Sunday, June 29, 2014
# 15 More questions for Scott Neeson
You have decided not to answer any of my questions of a week ago. I have some more. Let me preface these by reiterating that I have every reason to believe that on many fronts CCF is doing good work. However, this does not absolve CCF (or any other NGO) from the need to be transparent and accountable for the way in which sponsors and donors’ monies are spent.
# 1 Do you own land in Kep with ocean views, land in Kampot with river views and other properties in Kampong Cham?
# 2 Would it be fair to say that the combined value of these properties, acquired in conjunction with a Cambodian partner, would be in the vicinity of $1 million?
From the mandatory filings about its finances that CCF has to make to US authorities, I see that your income from CCF (for 2012 – maybe it’s gone up since then?) was $85,593.
This information is publicly available at:
There is only one listed ‘key employee’ in:
Part VII, Section A. Officers, Directors, Trustees, Key Employees and Highest Compensated Employees
(13) Scott Neeson, Exec Director; $85,983
‘For an organisation which is said to have some hundreds of staff (can you let me know exactly how many?) to look after 2000 (?) children, 30% of whom are resident, it surprises me that there is only one ’key’ employee.
# 3 Are you the only person in this category (Part V11, Section A) who receives an income?
If so, what are sponsors and donors to make of some of the other items in the budget? For instance?
5. Compensation of current officers, directors, trustees and key employees
5B: Program service expenses: $71,781
# 4 As the only ‘key employee’ of CCF it would seem that this $71,781 is an expense accrued by yourself. Is this so?
And what about:
16A: Total Expenses; $294, 835
This reads as though ‘occupancy’ might relate to hotel expenses!?
# 5 Did you manage to accumulate $294,835 in hotel expenses in the financial year of 2012? It may be that many of these these hotel expenses (if my guess is right) may have been accrued by others?
# 6 If the term ‘occupancy’ refers to something other than hotel expenses, could you please clarify?
You will appreciate, Scott, that all these questions simply relate to matters that any potential donor or supporter should know about if they are to make an informed decision as to where they might want to place their money.
And then there is the significant travel bill:
17A: Total Expenses; $245,566
CCF’s Travel costs seem pretty high too, especially for an organization that deals with one community in one part of one city in Cambodia.
# 7 What proportion of this $245,566 is spent by CCF on flying you around the world?
It would seem (and please correct me if I am wrong) that in addition to your $85,000 wage, you receive generous benefits from being able to travel the world and stay in expensive hotels.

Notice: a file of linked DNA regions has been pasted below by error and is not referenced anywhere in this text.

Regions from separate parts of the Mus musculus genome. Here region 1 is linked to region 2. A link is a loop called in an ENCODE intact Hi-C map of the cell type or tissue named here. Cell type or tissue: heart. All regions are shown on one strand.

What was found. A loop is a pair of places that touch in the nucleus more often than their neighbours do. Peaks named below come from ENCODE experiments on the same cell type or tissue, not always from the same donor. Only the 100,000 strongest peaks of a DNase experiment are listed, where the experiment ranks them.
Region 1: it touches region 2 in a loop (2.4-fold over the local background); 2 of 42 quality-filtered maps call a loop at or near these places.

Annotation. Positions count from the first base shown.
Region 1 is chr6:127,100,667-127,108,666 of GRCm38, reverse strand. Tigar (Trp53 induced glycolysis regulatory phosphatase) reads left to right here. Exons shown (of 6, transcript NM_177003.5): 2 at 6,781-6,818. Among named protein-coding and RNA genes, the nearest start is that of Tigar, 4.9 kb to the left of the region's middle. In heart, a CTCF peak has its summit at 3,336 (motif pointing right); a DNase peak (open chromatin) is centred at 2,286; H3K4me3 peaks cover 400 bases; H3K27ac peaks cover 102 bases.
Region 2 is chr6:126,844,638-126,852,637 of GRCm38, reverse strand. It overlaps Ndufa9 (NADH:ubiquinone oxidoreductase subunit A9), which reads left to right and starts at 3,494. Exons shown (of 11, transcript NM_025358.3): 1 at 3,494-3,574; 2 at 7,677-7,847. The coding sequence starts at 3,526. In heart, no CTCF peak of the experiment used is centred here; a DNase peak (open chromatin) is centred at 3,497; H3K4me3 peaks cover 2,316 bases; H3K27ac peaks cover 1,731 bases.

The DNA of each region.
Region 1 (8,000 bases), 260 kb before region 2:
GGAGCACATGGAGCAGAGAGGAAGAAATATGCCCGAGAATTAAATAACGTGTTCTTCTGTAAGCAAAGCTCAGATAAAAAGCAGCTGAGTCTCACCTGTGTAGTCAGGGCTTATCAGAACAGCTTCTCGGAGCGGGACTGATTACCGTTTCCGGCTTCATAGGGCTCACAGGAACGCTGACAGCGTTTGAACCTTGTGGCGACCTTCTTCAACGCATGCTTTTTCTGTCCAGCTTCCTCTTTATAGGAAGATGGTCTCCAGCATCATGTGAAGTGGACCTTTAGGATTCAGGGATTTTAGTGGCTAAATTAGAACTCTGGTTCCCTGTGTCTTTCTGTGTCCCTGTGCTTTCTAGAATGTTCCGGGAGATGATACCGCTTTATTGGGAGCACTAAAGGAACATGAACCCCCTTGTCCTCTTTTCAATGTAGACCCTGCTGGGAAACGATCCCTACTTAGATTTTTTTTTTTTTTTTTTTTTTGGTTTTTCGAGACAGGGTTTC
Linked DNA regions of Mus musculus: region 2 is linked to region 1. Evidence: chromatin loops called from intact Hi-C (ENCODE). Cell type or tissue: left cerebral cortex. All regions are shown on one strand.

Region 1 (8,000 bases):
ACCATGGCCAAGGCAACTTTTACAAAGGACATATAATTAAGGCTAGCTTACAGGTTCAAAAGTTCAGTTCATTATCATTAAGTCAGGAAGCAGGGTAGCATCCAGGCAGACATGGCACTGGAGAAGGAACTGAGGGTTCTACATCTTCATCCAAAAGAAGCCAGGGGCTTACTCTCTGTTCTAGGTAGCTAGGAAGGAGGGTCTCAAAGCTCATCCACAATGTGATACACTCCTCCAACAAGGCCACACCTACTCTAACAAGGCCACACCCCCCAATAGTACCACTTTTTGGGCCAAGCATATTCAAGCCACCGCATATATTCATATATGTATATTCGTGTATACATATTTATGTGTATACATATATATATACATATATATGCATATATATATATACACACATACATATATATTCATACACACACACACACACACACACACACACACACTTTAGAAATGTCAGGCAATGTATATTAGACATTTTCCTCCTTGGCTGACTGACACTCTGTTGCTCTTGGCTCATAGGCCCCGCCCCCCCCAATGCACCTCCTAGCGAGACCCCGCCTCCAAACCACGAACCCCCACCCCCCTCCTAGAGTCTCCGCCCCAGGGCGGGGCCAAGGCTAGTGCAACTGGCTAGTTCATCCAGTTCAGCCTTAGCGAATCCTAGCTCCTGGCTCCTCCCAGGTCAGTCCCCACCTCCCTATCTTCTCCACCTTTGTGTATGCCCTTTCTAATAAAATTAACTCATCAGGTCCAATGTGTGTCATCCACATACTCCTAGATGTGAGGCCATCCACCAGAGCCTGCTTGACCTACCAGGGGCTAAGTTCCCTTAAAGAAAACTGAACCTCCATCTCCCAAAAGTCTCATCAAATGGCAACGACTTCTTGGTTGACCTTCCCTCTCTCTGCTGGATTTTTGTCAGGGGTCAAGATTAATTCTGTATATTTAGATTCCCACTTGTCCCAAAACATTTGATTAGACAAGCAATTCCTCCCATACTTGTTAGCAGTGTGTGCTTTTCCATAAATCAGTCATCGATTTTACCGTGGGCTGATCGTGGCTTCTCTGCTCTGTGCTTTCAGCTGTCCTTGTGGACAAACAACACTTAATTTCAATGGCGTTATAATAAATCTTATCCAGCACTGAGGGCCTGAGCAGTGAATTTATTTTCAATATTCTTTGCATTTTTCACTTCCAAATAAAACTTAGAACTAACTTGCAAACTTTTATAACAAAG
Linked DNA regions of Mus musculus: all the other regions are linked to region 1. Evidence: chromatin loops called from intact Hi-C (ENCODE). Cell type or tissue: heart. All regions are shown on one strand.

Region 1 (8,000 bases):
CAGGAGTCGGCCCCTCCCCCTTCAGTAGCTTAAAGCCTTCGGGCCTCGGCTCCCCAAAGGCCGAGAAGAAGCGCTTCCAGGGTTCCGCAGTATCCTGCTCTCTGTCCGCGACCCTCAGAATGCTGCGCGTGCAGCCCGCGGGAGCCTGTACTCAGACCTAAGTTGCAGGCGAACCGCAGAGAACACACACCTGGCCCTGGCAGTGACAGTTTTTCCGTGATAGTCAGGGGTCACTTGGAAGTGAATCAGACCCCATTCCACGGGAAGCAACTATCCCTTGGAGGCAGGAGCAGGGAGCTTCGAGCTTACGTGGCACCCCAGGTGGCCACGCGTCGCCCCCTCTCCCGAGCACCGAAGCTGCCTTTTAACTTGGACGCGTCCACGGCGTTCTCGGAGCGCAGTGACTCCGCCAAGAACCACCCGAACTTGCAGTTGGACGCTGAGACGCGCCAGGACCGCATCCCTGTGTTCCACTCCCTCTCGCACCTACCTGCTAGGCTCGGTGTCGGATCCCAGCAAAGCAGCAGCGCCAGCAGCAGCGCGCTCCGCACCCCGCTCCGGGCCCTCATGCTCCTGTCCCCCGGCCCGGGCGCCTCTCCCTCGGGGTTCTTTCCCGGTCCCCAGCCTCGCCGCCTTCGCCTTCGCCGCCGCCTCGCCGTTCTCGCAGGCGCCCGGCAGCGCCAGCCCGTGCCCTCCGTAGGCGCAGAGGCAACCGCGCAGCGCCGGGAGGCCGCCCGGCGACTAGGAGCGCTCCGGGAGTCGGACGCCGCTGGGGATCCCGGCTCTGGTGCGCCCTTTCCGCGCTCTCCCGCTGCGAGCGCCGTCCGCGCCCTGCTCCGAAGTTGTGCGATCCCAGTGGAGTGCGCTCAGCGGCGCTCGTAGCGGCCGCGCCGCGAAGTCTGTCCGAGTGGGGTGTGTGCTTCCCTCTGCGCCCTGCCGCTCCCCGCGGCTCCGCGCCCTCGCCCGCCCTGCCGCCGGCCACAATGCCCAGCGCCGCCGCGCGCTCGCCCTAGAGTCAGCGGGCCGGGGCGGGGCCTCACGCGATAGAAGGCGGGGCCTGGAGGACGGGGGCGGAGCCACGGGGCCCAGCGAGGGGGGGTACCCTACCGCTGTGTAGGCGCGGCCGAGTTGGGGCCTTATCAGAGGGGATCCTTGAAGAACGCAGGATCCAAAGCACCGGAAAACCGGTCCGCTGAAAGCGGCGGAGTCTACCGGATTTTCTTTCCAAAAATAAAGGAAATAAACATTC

The financial statement to be found online (see above) relates only to the US branch of CCF.
# 8 Are financial statements available for CCF Australia? CCF UK?, CCF Hong Kong?
# 9 Is there a statement available that provides the total amount of funds flowing from all sources into the Cambodian Children’s Fund?
# 10 How many employees does CCF have?
You’ll certainly be aware, Scott, that the prevalence of unfairly low pay in Cambodia has led to many strikes and demonstrations recently:
#11 How many CCF employees are paid at the International Labor Organization's recommended rates? How many are paid at a lower rate?
The following comment appears online in response to your Ted talk:
“Scott Neeson is doing a great job for children. To make sure that your donation and money are not stolen by Kram Sokchannoeurn, Country Manager, who bringing her sisters, husband, cousin and other relatives to work in CCF, Scott Neeson needs to reform and build a preventive system against internal corruption or fraud and stop nepotism inside CCF.”
# 12 Is it true that the country manager mentioned in the comment has 2 of her sisters, her brother in law, her husband and other relatives holding senior positions in CCF?’
Just a final question that one relates to the scale of the donations CCF receives.
# 13 Did CCF receive $1 million worth of Fortesque Metal Group shares a few years ago?
And a final observation:
Based on the ‘total revenue’ from US sources, presumably not taking into account money from other sources, (please correct me if this is a wrong assumption) in the 2012 financial year it cost CCF $5 million to feed, clothe, house and educate the children in the NGO’s care. Utilizing a ballpark figure of 2,000 children, it costs CCF a bare minimum of $2,500 per annum to take care of one child.
I have recently spoken with the parents of children resident at CCF whose combined income, working in the new dump, is $1000 per annum.